Blogging is an interesting world. Some are insightful and compelling like this from FlipChartFT. Some are thought provoking and make you question things like this from Rob Jones. Some are about daily life and the struggles of divorce like this from Rob Harrison. Some are about profession and current thinking like this from Neil Morrison. Some are about a specific industry like this from Mervyn Dinnen.
And some are so joyful and heart warming that you are compelled to come back and read the next one like this from Jane Blackmore. I don’t know Jane. I’ve spoken with her once on the phone for about 5 mins, but that was to talk shop, which is a shame because we would have had far more fun talking about family’s I gather. But I do know Jane from her writing. A working mother with 3 kids not that far in age from my 3. Daily trials and tribulations they throw her way and how her husband (He who helped create them – a wonderful turn of phrase!) helps along the way.
In today’s post she writes about a personal matter, which will resonate with any couple who have tried for a baby are likely to experience. Miscarriage of a baby. It’s a heart wrenching experience, that we too have felt, and it’s a sad thing to go through.
I’d like to talk about a different experience of pregnancy.
When my wife and I were trying for out first child, and we found she was pregnant, it’s a joyous time! I am not one to keep my mouth shut, and duly told EVERYONE. Seriously, there was not one person I knew at the time that didn’t know! I loved that we were on this journey, and loved the thought of having a family!
But, after a few days of finding out, my wife started to get morning sickness. It wasn’t restricted to just morning’s though. It was all day. After two days, she couldn’t keep anything down. We were worried for her health, and for the health of the baby. A trip down to the maternity ward and they did some tests which showed her ketones were low. This effectively meant she wasn’t eating enough, she was dehydrated, her sugar levels had dropped and she wasn’t producing enough proteins due to the lack of food.
She had to be put onto a drip to rehydrate her, and kept in for observation. After 3 days of being in hospital, they did a scan to make sure baby was ok. I will never forget the phone call. 8.40 in the morning on may to work, about 10 mins left before I get to the office.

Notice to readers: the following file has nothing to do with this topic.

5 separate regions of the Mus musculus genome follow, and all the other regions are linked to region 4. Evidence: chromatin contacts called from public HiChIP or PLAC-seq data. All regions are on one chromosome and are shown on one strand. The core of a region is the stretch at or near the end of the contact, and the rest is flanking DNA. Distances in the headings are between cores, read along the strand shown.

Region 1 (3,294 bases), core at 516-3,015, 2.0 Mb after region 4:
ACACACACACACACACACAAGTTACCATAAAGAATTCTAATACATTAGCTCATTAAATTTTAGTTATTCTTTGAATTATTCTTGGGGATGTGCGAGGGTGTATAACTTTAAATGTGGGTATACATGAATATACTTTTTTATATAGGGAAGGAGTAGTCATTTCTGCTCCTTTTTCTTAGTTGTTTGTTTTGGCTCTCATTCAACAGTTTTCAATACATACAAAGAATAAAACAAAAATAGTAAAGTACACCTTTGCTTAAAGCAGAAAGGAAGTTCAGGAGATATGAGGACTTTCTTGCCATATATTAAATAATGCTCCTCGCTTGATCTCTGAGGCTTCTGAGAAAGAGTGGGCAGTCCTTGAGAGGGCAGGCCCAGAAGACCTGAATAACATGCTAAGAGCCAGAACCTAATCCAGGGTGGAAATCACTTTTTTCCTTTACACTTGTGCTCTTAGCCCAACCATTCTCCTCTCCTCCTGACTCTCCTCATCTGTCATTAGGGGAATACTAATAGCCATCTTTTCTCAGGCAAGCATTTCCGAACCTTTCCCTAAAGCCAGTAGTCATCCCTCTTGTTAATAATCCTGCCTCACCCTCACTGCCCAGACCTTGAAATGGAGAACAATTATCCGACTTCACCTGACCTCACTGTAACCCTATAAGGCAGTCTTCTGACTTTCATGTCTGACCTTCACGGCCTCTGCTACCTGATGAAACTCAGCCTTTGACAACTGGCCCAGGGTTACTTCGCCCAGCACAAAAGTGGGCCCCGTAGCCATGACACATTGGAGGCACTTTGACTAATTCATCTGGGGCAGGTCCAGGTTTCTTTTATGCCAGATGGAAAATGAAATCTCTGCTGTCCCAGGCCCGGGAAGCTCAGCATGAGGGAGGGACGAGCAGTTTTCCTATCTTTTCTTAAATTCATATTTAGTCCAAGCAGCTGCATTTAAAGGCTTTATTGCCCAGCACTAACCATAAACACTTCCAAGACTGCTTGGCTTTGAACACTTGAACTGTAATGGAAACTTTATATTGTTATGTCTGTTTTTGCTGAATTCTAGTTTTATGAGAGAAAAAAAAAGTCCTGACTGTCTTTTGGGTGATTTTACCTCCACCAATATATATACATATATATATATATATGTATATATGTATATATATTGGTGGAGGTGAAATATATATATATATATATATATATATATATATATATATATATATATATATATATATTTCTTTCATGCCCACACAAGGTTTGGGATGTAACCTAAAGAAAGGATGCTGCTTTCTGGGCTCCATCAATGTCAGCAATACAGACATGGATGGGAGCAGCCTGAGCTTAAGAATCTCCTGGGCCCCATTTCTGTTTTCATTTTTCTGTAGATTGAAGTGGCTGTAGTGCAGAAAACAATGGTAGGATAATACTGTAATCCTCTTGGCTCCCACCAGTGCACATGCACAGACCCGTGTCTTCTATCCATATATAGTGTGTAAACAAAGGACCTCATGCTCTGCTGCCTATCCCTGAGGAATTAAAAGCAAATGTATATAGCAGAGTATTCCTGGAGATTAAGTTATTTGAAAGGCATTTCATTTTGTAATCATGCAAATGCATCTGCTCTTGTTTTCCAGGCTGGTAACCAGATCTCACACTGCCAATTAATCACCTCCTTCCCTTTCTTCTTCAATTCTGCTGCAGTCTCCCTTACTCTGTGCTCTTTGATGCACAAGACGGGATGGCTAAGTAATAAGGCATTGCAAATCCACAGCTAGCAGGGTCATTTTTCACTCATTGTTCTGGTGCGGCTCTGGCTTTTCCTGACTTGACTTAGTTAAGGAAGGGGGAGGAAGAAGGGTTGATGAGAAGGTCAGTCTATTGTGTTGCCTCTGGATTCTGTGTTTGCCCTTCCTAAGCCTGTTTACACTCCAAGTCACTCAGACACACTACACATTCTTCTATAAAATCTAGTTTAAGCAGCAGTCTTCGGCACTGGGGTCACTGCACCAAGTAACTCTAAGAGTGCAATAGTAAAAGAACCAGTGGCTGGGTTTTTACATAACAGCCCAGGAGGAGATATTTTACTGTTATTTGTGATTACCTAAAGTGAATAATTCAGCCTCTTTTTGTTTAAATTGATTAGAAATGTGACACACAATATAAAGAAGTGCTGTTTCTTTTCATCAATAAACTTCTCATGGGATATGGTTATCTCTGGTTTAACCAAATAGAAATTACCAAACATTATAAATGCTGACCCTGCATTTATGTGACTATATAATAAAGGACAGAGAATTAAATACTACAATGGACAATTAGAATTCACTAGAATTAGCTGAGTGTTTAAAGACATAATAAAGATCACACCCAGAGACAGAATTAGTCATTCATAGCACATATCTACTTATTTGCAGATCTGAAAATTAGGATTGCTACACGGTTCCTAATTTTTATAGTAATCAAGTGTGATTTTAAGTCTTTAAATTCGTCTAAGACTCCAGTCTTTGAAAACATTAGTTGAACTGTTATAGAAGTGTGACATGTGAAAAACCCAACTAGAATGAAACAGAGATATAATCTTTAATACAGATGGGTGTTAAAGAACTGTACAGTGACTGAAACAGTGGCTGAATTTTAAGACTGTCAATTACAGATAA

Crying wife “Sukh, I’ve just had the scan”
Me thinking the worst “Oh, is everything ok?” What does the scan show?”
Crying wife “We have twins.”
A shocked and stunned Sukh “NO WAY”
Crying wife > crying
Me “Shall I come back to the hospital?”
Crying wife “No, it’s ok, just come later”
Me – Big Solid Ear to Ear grin for the rest of the day. As a complete aside, I subsequently went on to broadcast my news to the world, ringing everyone I knew and sending text messages galore – social media was in its infancy in those days (2006). Later, when I was with the wife and my parents had come to visit, they advised:
Them “We should keep this news quiet for now while she recovers”
Wife “He’s told everyone.”
Originally we thought this must be the reason for the extreme sickness. It all made sense now! She was carrying twins, double the trouble, double the sickness! Alas, no.
The doctor finally advised she had hyperemesis. Hyperemesis gravidarum is it’s full name. It’s an extreme form of sickness in pregnancy which means the mother has a lot of difficulty keeping any food or fluid down. It’s also very rare. Mothers will typically have some form of sickness, and it can be quite a lot, but for a smaller population, they experience this extreme form.
This is what the experience of hyperemesis was like. My wife had to take 7 weeks off work because of the sickness. In that time, she had to spend between 2-4 days every week in the maternity ward due to the hyperemesis. While she was at home, she stayed away from the kitchen and spent much time on the sofa. Her sense of smell was heightened something chronic and anything that had an aroma was undesirable. She ate little because she was too scared of being sick. She hated pregnancy and felt like she was being an awful burden on the family.
Personally, I hated seeing her like this. I didn’t care about cleaning up after her, nor being at her beck and call. I was just worried about her health, and of our little unborn babies.
It wasn’t until about 16 weeks into the pregnancy that she finally overcame the hyperemesis. And when she finally did, things made a slow return to normality, as much as they could for a mother carrying twins!
We were hoping it was restricted to the twins, but when she fell pregnant for the third time (second time being the miscarriage), she again suffered with hyperemesis. Thankfully this time she didn’t have to be admitted to hospital, but she still struggled for about 5 weeks this time.
And it’s why I’m reluctant for us to try for more. Those of you who follow me on Twitter, may be aware that my brother-in-law’s girlfriend has recently had a baby who is now 12 days old! My wife is obviously broody and making wild claims about having a fourth. I would love this, particularly as I’m an only child so a big family would be a wonderful thing to happen! But I am more than happy with our 3 and I cannot bear to watch my wife go through another bout of hyperemesis.